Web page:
NASA Adds New Dimension to Future Flight Design Challenge
NASA Ames Research Center, Moffett Field, Calif.
Phone: 650/604-5612 or 604-9000
Feb. 25, 2005
NASA is challenging middle school students to design the future of air transportation, and NASA software will put them to the test.
NASA's Future Flight Design Challenge, developed at NASA Ames Research Center, located in California's Silicon Valley, is designed to engage students in developing solutions for tomorrow's overcrowded airports. To help students develop their designs, NASA experts will provide feedback via the Internet throughout the challenge. To strengthen the challenge's appeal, NASA’s Airspace Systems Program will use Airspace Concept Evaluation System (ACES) software under development by NASA aeronautics experts to simulate the winning designs.
"Adding the use of the ACES software to this project will add a new and exciting dimension to the already successful NASA Quest challenge," said Mark Leon, education director at NASA Ames. "For the first time, students will be able to access the tools of a state-of-the-art software system, currently unavailable to the public," he added.
ACES is a modeling and simulation tool under development by the Virtual Airspace Simulation Technology element of the Virtual Airspace Modeling and Simulation Project at NASA Ames. The tool is being developed in order to evaluate the cost and benefits of new ideas in air traffic management across the entire National Airspace System.
"Inspiring students is part of NASA's mission; therefore, we are striving to involve young people in developing solutions for tomorrow's National Airspace System," said Lisa Bjarke, a manager in the Virtual Airspace Simulation Technologies element. "The ACES software will help us provide that inspiration by bringing their ideas to life.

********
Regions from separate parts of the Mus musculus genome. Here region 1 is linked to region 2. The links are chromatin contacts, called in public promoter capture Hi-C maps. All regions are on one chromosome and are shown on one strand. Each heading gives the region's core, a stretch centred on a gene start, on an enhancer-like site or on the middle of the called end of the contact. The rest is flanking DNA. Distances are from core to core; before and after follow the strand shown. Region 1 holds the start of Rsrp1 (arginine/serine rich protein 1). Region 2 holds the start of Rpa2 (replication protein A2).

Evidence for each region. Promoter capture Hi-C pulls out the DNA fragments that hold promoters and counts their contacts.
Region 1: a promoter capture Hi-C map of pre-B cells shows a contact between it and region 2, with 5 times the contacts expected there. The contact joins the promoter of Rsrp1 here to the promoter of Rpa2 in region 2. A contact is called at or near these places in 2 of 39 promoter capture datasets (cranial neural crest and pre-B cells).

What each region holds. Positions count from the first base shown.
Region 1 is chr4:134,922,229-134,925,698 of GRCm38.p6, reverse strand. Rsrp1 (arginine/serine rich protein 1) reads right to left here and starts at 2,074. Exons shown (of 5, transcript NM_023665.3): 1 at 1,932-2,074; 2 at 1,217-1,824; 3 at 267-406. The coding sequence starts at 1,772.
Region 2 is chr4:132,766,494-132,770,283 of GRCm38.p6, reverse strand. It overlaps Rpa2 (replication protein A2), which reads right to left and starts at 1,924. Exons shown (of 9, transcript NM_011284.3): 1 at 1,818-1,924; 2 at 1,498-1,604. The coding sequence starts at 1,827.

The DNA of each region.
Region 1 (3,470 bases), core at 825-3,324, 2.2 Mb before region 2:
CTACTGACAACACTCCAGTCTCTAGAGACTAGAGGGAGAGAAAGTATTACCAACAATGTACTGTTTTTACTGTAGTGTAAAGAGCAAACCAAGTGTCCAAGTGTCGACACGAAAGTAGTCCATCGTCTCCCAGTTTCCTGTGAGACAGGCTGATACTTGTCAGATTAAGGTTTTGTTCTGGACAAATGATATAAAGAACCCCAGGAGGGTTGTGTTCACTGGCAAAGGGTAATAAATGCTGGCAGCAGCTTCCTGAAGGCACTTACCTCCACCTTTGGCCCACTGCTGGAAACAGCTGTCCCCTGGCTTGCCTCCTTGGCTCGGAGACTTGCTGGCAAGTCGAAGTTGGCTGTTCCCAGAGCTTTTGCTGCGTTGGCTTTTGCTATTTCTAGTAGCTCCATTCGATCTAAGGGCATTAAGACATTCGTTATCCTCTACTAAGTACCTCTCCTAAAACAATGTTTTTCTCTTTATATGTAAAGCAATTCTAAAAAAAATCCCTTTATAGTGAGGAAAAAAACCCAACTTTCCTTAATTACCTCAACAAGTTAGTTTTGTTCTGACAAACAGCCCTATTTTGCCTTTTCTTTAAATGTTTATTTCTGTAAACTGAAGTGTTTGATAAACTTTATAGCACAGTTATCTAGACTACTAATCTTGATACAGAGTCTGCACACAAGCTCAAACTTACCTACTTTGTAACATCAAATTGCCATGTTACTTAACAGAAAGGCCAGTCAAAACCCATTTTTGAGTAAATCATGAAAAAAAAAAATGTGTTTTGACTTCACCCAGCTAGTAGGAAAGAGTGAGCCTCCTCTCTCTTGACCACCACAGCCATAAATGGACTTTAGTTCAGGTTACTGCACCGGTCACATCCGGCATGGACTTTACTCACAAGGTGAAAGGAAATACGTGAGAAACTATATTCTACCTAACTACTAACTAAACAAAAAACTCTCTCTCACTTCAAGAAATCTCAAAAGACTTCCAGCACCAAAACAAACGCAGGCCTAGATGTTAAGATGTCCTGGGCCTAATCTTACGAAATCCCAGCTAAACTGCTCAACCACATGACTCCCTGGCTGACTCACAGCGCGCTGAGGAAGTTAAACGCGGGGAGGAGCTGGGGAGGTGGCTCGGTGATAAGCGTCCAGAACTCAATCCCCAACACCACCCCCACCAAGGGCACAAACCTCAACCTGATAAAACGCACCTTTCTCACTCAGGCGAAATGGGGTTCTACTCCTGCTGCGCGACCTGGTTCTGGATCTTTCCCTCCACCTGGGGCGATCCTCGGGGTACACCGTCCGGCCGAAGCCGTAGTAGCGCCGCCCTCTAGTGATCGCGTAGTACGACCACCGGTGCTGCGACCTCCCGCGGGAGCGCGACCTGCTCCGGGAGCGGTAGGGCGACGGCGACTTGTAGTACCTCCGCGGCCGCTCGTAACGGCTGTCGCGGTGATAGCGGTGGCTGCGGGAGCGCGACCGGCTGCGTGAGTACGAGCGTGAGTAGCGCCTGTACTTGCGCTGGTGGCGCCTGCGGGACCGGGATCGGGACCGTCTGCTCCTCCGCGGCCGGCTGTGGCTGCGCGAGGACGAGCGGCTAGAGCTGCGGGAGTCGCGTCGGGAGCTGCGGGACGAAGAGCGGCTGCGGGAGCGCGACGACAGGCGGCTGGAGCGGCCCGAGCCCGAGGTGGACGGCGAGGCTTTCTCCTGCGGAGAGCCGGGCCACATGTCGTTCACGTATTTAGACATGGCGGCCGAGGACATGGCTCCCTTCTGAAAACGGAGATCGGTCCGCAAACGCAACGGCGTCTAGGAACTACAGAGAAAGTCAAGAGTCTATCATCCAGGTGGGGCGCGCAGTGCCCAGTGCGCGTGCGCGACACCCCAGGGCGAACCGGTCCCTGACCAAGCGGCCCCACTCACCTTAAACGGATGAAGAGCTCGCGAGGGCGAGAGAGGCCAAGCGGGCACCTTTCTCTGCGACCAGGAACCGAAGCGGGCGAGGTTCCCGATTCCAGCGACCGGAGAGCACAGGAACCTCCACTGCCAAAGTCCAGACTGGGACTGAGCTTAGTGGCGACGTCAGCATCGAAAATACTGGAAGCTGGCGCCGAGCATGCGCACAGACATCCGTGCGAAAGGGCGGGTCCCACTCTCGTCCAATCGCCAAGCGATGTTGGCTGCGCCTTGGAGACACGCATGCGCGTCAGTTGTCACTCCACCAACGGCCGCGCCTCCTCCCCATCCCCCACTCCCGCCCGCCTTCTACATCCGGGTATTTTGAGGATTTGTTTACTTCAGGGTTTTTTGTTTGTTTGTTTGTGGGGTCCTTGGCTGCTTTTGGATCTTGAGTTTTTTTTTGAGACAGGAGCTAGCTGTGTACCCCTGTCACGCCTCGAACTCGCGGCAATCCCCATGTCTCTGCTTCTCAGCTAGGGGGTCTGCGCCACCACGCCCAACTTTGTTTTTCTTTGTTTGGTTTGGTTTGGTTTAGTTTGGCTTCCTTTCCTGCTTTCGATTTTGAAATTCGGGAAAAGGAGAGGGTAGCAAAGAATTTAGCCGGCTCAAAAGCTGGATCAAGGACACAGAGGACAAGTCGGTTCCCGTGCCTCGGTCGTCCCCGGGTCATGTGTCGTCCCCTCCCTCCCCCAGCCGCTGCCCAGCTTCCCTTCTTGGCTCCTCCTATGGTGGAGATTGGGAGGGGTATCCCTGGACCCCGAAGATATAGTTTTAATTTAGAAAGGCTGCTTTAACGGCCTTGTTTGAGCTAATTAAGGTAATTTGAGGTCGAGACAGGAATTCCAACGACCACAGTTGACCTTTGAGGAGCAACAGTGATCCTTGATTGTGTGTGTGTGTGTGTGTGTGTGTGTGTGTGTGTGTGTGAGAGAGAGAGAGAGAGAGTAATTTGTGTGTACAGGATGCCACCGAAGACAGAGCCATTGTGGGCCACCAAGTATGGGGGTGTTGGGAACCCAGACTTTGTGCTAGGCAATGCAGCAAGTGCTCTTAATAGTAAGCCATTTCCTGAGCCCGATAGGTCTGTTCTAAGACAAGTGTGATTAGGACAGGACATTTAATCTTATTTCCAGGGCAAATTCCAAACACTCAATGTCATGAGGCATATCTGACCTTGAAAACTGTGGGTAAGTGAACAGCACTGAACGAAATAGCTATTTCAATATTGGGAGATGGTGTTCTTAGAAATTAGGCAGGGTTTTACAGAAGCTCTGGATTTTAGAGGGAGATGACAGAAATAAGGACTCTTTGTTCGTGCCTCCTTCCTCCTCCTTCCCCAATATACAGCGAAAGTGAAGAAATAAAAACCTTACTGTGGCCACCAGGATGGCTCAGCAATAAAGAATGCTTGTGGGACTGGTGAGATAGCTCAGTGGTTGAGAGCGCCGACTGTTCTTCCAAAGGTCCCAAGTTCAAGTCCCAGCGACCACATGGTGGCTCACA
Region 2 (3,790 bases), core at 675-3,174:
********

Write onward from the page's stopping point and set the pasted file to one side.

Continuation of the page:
Students can now register for the challenge, which begins on March 7 and ends with a Webcast on May 4, 2005. Last year, 26 teams representing more than 800 students from 10 U.S. states, India, Sri Lanka, Australia, England and Oman, participated in the design challenge.
To further improve the impact of Future Flight Design, the Ames Educational Technology Team will collaborate with teachers to evaluate the site for content, ease of use and student impact. During this formal evaluation, teachers will incorporate Future Flight Design into their classrooms over a six-week period and will provide feedback to the Web site's design team.
"The Ames Educational Technology Team is always looking to improve the products we provide to the educational community," said Rebecca Sims, evaluation coordinator for the team. "Soliciting the help of teachers will provide the team with first-hand knowledge of how students interact with our products that we can incorporate into updates of Future Flight Design."
Future Flight Design was co-funded by NASA’s Aeronautics Research Mission Directorate education council at NASA headquarters in Washington and NASA’s Airspace Systems Program at NASA Ames, demonstrating NASA's commitment to K-12 education.
The Ames Educational Technology Team produces a wide range of multimedia educational materials for students, teachers, parents and other NASA enthusiasts through the NASA Quest Web site. Educational products include the aeronautics-themed ‘Robin Whirlybird’ and ‘Virtual Skies'. NASA Quest is an award-winning educational Web site that is a valuable resource for educators across the United States and abroad.
For more information about the Future Flight Design Challenge and participating in the formal evaluation of Future Flight Design, visit:
For more information about the Virtual Airspace Modeling and Simulation Project and the Airspace Concept Evaluation System software, visit:
For more information about NASA Quest, visit:
The Airspace Systems Program Web site can be accessed at:
- end -
text-only version of this release
To receive Ames news releases via e-mail, send an e-mail with the word "subscribe" in the subject line to firstname.lastname@example.org.
To unsubscribe, send an e-mail to the same address with "unsubscribe" in the subject line.
NASA Image Policies